Denton’s state Rep. Myra Crownover voted recently for House Bill 40, a piece of legislation that will kill Denton’s fracking ban. Yes, the same ban her constituents overwhelmingly approved in the November election. Then she had the nerve to turn around and tell us HB 40 is actually in our best interests.
She’s trying to pull the wool over our eyes. Once the voters of Denton understand what HB 40 really means, they might think twice next time they see her name on a ballot.
HB 40 doesn’t just ban fracking bans. It threatens hundreds of local ordinances that protect health and safety, and it marks a sweeping and ominous shift in Texas law.
Rep. Crownover knows all this. She was hoping you wouldn’t find out.
She wrote that HB 40 actually “strengthens the ability of cities to enact common sense regulation of oil and gas activities.” For the first time, she continued, cities will have “specific authorization in state law to enact local ordinances.”
She’s hoping we won’t know about the decades of common-law court rulings that have routinely upheld the constitutionality of municipal ordinances. There is no need for statutory recognition when the courts have provided ample grounds already for city authority.
The real import of HB 40 is that it puts the industry in charge of determining whether a local law is valid. HB 40 “expressly pre-empts” municipal ordinances unless they can pass a new test: They must be “commercially reasonable.”
So it’s not just that HB 40 prevents cities from regulating things they formerly could, like earthquake-inducing injection wells.
More than that: For the first time, local ordinances will be judged solely by the extent to which they might interfere with the oil and gas industry and its bottom line.
HB 40 will erase a tradition of 80 years. Since 1935, Texas courts have applied a different kind of reasonableness standard to local ordinances: not “commercially reasonable,” but what we might call “community reasonable.”
In case after case, the courts have ruled that local governments first and foremost are obligated to protect the health, safety, and welfare of their citizens. As a result, they have used a standard that defers to the judgment of the local community, not the dictates of a particular industry.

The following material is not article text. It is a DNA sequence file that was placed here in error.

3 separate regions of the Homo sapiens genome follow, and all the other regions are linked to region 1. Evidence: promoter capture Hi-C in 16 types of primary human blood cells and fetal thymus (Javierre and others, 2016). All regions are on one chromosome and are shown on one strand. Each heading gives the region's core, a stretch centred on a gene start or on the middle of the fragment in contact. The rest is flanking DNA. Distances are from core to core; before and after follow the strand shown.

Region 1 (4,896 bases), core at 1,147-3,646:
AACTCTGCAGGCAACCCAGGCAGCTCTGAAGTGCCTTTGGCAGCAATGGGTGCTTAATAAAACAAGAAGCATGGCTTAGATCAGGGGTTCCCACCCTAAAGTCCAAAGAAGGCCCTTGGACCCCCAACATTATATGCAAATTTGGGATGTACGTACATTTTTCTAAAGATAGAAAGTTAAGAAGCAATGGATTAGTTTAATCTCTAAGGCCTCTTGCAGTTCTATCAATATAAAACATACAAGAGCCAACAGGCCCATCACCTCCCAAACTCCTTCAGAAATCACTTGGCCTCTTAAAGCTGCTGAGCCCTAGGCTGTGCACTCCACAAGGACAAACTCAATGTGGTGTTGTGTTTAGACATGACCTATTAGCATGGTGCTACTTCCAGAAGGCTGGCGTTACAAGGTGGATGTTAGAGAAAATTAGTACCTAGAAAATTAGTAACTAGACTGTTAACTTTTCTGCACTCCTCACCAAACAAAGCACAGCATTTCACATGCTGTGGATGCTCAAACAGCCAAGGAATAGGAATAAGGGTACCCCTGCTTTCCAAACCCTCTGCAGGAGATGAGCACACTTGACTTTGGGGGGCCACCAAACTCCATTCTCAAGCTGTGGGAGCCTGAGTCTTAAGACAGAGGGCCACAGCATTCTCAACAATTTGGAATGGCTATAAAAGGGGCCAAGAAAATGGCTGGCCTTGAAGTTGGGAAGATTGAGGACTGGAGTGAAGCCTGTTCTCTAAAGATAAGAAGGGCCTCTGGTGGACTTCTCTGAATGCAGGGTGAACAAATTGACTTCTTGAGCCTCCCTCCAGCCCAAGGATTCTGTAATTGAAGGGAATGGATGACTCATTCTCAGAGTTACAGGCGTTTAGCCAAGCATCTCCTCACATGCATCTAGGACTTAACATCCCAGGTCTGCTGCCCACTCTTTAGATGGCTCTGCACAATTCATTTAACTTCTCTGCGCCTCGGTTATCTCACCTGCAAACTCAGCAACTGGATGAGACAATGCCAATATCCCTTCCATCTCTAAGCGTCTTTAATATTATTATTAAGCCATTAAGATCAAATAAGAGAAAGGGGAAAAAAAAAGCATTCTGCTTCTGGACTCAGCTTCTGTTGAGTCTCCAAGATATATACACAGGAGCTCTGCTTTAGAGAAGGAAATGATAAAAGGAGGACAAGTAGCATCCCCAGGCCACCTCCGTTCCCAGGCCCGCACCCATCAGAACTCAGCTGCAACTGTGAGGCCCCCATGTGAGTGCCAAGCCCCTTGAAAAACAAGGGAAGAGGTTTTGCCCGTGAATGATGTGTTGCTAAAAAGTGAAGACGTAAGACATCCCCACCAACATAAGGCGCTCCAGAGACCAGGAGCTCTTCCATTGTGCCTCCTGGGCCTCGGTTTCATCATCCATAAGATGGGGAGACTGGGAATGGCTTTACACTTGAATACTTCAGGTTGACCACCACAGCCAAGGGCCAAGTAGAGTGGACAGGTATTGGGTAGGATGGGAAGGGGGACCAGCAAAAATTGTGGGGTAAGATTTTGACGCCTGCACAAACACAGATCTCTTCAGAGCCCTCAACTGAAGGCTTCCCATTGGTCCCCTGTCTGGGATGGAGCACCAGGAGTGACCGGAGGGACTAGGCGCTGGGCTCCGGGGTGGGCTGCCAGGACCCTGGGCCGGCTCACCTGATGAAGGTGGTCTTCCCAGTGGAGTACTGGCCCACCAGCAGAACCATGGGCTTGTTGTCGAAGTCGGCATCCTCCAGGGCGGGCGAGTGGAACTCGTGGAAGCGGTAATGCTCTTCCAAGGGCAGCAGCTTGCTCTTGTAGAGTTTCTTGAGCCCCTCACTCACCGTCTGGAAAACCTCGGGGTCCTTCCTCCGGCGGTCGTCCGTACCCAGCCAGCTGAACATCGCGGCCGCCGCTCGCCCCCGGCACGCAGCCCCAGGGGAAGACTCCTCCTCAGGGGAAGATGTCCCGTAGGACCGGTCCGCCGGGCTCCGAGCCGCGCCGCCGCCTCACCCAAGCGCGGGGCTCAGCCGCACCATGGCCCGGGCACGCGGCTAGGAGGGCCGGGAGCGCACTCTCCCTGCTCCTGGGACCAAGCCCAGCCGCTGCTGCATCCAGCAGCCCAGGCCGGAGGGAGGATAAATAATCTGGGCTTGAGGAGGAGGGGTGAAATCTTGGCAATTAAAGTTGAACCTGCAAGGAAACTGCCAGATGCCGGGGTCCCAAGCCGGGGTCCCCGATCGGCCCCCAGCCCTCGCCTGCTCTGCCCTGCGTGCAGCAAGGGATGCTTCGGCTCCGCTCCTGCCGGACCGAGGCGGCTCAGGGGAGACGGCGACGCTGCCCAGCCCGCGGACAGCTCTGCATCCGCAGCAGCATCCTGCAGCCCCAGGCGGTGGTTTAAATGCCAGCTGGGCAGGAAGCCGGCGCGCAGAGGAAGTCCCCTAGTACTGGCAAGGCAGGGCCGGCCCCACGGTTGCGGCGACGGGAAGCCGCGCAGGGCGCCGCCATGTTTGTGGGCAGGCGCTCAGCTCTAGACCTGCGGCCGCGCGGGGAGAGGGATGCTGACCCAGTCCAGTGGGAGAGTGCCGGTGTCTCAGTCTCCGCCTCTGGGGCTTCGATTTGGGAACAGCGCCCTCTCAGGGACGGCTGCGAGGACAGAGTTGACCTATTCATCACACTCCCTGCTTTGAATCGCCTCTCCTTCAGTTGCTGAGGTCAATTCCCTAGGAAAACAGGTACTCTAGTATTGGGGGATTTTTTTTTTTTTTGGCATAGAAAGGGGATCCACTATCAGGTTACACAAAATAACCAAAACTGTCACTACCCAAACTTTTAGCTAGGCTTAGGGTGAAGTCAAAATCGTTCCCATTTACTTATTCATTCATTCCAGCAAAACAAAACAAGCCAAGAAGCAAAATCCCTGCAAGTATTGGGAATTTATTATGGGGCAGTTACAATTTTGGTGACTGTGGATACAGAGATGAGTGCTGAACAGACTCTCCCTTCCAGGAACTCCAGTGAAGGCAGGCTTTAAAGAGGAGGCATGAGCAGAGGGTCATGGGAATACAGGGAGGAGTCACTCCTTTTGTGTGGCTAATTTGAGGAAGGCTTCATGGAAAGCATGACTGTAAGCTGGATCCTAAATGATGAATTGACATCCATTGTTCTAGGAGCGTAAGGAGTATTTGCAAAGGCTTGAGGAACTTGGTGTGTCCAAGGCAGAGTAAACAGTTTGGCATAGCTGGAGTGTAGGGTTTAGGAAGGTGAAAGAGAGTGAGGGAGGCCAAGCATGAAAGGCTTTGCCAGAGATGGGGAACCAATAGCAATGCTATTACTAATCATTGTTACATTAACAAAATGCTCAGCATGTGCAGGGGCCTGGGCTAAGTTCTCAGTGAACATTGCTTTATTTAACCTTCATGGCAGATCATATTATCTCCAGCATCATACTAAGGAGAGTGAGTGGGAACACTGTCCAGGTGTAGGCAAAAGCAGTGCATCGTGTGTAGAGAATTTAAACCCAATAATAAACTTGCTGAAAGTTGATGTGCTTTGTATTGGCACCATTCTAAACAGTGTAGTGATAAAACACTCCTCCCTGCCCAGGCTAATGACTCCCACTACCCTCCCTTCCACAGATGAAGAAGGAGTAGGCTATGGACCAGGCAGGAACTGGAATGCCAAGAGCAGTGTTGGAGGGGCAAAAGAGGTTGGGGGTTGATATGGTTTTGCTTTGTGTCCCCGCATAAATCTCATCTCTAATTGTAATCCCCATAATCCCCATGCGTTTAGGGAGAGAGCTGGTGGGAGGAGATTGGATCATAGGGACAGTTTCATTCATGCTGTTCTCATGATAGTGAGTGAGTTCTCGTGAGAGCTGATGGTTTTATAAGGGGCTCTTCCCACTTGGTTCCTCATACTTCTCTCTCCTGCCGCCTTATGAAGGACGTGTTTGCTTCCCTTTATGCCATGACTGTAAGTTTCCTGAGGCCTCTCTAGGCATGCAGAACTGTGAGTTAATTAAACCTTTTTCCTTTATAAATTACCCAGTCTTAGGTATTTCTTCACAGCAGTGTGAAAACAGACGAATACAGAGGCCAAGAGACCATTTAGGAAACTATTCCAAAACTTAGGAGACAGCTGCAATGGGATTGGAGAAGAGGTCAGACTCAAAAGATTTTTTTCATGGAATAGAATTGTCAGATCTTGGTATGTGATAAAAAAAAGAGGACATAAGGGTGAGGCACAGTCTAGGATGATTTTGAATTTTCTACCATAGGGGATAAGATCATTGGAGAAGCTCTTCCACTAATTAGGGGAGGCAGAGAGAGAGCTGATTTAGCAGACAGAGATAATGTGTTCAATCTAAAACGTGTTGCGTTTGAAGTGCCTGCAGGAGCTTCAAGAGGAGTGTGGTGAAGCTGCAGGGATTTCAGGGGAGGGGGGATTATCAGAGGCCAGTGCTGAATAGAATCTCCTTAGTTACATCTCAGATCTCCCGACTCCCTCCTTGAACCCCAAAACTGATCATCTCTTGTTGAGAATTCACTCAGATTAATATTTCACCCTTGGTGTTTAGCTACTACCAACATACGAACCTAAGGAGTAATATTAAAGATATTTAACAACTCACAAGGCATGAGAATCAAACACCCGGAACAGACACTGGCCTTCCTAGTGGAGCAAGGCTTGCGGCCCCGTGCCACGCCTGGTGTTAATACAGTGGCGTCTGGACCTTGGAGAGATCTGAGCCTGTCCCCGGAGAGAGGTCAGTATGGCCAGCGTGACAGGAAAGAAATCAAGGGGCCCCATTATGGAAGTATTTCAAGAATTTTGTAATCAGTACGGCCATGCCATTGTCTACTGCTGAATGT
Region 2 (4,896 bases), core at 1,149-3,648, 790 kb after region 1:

This is why cities have beaten the industry almost every time in the courts. The industry worked so hard on a legislative end-run precisely because they feared their political loss in November with the passage of Denton’s ban would be compounded with another loss in the courts.
Rep. Crownover said that defending Denton’s fracking ban “would almost certainly have been a losing battle.” No one familiar with case law history of municipal oil and gas regulations in Texas could honestly say that.
Yes, HB 40 has been called “the Denton fracking bill,” but this isn’t about Denton. This is the culmination of years of frustration by an industry thwarted by a legal tradition that prioritizes community health over profit maximization. The industry only used the shock of the Denton ban as a lever to align the law with their interests. And Rep. Crownover was all too willing to help.
The community reasonable test begins with the presumption that a local ordinance provides prudent protections for citizens and sets a high bar for the industry to make a case that it goes too far.
The commercially reasonable test flips the script. It begins, not with health and safety, but with the bottom line. The test is simply: Can the industry make the profits it desires? This is the statutory rule that Rep. Crownover wants to pass off as good for communities.
Rep. Crownover has prioritized industry interests over community well-being. When HB 40 was up for a vote, she rejected every amendment that would have bolstered local control and public health. Let’s not pretend this is somehow good for Denton or any other Texas town. Our representatives should vote their conscience, but they shouldn’t deceive us as to where their true allegiance resides.
It’s a sad irony that the recent gas well fire in Denton happened just days after HB 40 was approved. Having learned about such risks over the years, the city was finalizing a new ordinance that would have reduced the chances of this happening again. Now, like the ban, that ordinance is dead.
We need to bear witness to the fact a grass-roots democratic decision has been gutted solely on the basis of money and power. Together, we must also join in solidarity with the hundreds of communities across Texas that have been stripped of their local control.
It is time to elect legislators who believe in the reasonableness of the communities that they serve and not the rapaciousness of the industry that buys their votes.
ADAM BRIGGLE is a professor of philosophy at the University of North Texas and president of the Denton Drilling Awareness Group, which led the Frack Free Denton campaign.